Many are discussing how to capture opportunity in Houston. Many fortunes will be made and lost in the aftermath of Harvey. My career has placed me in positions to help create win-win scenarios for families and business. I am from New Braunfels, TX (3 hrs west of Houston). I am passionate about my home state, the people, and real estate as a tool for good.
My question is this for discussion: How best can the investor community deploy profit seeking capital and effort into the devastated Houston market area to create the most profit for the investor(s) and the most benefit/good for the individuals and community being helped by the solutions that only investors can bring to bear?
I am based in Dallas, and would be interested in participating in efforts in Houston.
Buy foreclosure or pre-foreclosures.
Hi. I am a native Houstonian with a strong interest in investing in small apartment complexes. So far I have been focusing on self-education and have yet to do my first deal. I really want to seize this opportunity to simultaneously aid recovery in my community and launch myself into active real estate investing. I would welcome an opportunity to begin working with someone knowledgeable about apartment investing in my own back yard. If a team is put together to aid Houston through this apartment recovery-and-readiness avenue I would love to get on board. I know the Houston area intimately; I am highly motivated; I learn quickly; and as a former military member, I take instruction well. I have also seen plenty of flood-damage first-hand. I would love to gain experience putting together financing, learning systems, and organizing teams to properly repair the damage up to code in order to get quality rental units market-ready ASAP because there is a real need. My primary area of interest is C+ or better small multifamily rentals inside the 610 loop.
Thanks for all of the interest thus far. I would like to continue as a brainstorming round table, then transition to an action team. Note that I am not a multifamily guy. I am SFR with a multifam brain though.
Question: What is the greatest need and/or a need that the investor community can address?
Question to follow: How to best go about addressing the need?
Feel free to include aspects such as doing the most good, and making the most profit. We should not apologize for making profit as long as meeting needs ethically. The more profit that can be made, the more good can be done without burdening charitable efforts.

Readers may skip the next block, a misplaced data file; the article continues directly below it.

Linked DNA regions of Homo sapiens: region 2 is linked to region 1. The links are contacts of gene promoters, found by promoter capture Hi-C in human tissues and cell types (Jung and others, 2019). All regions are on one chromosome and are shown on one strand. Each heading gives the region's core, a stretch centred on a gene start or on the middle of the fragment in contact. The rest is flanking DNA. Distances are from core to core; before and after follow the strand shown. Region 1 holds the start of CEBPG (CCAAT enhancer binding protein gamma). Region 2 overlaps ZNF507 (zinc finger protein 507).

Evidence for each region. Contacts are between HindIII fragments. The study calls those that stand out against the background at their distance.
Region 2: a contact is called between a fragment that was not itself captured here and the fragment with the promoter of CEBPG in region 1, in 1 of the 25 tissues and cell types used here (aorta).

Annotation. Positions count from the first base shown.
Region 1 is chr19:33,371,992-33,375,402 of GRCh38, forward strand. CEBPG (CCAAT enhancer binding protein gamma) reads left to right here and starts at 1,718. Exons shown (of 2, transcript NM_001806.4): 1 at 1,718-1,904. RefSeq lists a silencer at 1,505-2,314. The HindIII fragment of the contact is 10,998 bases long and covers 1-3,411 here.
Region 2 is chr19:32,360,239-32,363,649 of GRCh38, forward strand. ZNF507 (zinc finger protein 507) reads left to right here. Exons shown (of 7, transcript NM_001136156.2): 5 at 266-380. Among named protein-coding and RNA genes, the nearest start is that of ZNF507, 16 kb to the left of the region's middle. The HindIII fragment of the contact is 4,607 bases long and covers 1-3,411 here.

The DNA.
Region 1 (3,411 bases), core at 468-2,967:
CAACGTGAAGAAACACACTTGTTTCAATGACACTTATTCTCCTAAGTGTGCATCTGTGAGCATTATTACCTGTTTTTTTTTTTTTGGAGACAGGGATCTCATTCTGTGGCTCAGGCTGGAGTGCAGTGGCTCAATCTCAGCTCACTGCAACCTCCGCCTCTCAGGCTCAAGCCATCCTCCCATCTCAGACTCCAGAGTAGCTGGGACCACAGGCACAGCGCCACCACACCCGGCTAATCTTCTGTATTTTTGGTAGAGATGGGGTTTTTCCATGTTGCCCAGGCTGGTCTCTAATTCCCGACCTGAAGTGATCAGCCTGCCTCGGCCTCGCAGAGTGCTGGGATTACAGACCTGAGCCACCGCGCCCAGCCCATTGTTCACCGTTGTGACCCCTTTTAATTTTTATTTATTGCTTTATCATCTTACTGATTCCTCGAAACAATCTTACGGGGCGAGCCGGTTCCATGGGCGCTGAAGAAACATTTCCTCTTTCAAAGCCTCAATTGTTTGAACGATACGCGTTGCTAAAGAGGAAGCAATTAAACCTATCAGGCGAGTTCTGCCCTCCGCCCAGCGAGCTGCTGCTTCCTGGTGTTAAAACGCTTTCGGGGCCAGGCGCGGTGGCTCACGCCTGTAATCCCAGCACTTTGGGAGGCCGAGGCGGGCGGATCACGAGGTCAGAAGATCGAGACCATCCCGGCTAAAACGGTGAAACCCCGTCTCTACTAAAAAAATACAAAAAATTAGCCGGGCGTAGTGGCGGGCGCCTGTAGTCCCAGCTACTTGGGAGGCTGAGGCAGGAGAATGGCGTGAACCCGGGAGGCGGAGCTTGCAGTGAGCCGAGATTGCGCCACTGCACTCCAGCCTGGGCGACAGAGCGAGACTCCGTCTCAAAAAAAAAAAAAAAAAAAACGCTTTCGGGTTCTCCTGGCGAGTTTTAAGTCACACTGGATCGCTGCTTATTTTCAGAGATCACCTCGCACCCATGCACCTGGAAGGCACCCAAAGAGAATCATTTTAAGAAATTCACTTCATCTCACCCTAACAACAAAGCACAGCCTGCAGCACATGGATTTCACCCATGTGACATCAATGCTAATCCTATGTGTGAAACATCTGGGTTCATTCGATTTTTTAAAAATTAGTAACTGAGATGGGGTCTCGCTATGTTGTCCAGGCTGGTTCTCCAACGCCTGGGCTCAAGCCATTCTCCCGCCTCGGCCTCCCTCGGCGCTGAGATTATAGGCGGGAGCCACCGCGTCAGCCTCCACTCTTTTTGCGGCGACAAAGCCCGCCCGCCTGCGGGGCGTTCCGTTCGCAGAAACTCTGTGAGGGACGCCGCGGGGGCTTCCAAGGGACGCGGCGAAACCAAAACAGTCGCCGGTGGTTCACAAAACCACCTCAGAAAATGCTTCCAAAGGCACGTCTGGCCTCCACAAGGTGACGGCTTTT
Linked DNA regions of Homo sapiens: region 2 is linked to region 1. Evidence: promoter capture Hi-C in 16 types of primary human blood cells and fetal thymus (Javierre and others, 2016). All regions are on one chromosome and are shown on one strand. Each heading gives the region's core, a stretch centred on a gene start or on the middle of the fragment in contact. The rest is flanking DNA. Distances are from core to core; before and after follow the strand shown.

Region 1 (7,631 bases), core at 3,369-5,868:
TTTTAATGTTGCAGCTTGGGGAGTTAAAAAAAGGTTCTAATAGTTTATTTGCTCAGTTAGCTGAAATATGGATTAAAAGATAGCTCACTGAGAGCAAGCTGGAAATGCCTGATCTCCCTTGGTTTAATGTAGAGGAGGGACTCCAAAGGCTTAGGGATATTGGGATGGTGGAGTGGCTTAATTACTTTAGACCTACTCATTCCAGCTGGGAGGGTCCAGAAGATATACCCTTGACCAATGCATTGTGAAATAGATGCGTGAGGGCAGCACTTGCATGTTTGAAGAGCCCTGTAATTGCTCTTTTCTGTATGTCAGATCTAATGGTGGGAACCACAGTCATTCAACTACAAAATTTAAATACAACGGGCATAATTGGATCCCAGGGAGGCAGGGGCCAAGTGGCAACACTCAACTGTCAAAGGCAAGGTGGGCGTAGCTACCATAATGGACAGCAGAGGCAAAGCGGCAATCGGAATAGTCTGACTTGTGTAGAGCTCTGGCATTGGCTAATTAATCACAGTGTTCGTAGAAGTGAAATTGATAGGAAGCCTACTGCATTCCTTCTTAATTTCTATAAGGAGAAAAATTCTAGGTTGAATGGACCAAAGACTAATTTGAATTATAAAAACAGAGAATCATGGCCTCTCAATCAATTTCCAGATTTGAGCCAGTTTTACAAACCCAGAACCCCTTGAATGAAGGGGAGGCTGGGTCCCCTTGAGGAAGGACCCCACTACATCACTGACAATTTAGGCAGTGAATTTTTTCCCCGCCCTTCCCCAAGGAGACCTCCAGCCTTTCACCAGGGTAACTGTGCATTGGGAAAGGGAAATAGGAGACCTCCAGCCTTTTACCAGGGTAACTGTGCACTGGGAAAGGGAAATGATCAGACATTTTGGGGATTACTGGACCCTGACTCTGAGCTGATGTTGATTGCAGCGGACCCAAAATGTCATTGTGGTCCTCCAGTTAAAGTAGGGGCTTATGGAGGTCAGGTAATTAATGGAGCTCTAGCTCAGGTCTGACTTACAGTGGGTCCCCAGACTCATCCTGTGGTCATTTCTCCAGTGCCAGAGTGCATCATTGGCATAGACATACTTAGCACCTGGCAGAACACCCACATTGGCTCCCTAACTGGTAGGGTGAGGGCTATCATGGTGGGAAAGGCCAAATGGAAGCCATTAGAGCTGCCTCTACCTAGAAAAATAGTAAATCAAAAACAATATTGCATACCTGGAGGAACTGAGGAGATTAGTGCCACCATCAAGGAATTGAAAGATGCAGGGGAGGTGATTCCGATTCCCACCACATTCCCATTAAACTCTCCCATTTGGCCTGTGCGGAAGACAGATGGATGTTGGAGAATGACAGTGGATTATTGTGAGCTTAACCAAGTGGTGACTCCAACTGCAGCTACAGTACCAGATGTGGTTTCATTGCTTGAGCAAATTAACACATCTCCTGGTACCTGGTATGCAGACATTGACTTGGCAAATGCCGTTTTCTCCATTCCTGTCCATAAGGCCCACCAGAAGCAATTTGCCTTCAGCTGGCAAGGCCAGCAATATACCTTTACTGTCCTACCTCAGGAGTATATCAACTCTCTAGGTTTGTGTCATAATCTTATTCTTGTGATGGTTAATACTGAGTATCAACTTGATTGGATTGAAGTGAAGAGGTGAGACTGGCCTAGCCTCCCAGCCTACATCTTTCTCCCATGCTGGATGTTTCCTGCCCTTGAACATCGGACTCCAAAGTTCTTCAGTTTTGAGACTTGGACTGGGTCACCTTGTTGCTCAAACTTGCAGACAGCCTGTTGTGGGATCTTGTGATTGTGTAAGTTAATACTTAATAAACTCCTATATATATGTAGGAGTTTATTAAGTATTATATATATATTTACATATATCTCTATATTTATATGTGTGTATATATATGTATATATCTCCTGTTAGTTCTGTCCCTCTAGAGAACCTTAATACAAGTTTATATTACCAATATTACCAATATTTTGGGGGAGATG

The logical answer is housing. To be more specific I have heard commentary about the following variables:
1. Damaged houses with no insurance.
2. Damaged houses with insurance that will want to sell without repairing.
3. Undamaged areas that will likely skyrocket with demand.
4. Temporarily taking our core competencies from one market into Houston (construction, prospecting, lending...)
5. Buy vacant lots to build new homes in damaged areas. Then rent or seller finance.
6. Create a financial vehicle to help flood victims get in a home or back in their repaired home.
I love working with other investors and look forward to more ideas developing into actionable steps and solutions.
Originally posted by @Mark Allen :
Buy foreclosure or pre-foreclosures.
All these mortgages will qualify for six months to a year or more of no payments, due to disaster programs. Foreclosures will not happen for a long time. My guess is that short sales are a more likely the way to buy.
It seems that people working office gigs downtown are expected to get back to business as usual as early as Monday. All the plants along the coast (Pasadena, Texas City, Baytown, La Porte) have steady work, and people with industrial jobs get back on the job ASAP because it's a no-work no-pay model. People are definitely back at work in the plants even if their families are in shelters or out of town. Investors looking to aid the blue-collar industrial region should look along the main industrial thoroughfares: Hwy 146, Interstate 10, and Hwy 225.
Dickinson is in a hole at about sea-level and it gets destroyed every time there is a situation like this where a big storm carries a high-tide in with it. Lots of blue-collar industrial workers live there because the lots are pretty, the land is cheap, and it has easy access to 146. Definitely a big need for housing recovery help there.
Friendswood is a really nice suburb with lots of amenities and it got flooded pretty bad. It has a great school district. Taxes there are higher than surrounding areas.
I'll know more when I get home next week.
I'm not as familiar with the west side. Would someone else like to chime in?